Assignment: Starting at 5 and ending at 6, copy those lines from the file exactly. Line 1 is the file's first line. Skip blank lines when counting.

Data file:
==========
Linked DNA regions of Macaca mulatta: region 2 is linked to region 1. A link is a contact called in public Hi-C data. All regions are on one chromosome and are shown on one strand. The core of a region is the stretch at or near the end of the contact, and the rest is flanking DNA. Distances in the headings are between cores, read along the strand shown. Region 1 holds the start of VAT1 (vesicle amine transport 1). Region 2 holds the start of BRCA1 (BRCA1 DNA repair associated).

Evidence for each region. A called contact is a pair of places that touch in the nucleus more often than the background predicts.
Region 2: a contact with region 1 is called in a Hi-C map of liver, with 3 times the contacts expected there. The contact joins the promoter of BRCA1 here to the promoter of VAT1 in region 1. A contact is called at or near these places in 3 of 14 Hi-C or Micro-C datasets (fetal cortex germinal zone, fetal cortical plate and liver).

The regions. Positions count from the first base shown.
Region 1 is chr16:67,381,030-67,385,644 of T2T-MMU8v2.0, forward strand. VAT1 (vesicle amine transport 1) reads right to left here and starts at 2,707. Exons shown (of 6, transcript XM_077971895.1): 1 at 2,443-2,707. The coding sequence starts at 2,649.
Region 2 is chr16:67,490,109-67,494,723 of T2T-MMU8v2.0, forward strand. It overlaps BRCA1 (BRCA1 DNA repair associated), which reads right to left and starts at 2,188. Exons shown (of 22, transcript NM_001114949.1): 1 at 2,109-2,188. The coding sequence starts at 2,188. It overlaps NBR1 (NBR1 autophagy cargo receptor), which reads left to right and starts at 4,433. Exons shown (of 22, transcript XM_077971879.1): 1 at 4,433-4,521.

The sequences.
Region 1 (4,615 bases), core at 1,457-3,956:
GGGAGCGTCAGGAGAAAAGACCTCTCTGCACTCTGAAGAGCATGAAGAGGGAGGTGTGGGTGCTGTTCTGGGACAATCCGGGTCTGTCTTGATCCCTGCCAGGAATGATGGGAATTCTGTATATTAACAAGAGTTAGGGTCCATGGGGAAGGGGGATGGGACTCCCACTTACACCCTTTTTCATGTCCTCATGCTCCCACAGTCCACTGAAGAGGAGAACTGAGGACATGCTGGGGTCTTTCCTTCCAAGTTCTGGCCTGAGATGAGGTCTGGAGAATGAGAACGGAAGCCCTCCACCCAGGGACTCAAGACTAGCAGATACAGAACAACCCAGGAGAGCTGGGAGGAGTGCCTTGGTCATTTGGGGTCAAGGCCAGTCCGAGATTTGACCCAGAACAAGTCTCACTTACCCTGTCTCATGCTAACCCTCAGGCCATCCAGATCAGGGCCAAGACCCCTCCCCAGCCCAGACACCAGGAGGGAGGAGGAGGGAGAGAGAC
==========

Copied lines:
Region 1 is chr16:67,381,030-67,385,644 of T2T-MMU8v2.0, forward strand. VAT1 (vesicle amine transport 1) reads right to left here and starts at 2,707. Exons shown (of 6, transcript XM_077971895.1): 1 at 2,443-2,707. The coding sequence starts at 2,649.
Region 2 is chr16:67,490,109-67,494,723 of T2T-MMU8v2.0, forward strand. It overlaps BRCA1 (BRCA1 DNA repair associated), which reads right to left and starts at 2,188. Exons shown (of 22, transcript NM_001114949.1): 1 at 2,109-2,188. The coding sequence starts at 2,188. It overlaps NBR1 (NBR1 autophagy cargo receptor), which reads left to right and starts at 4,433. Exons shown (of 22, transcript XM_077971879.1): 1 at 4,433-4,521.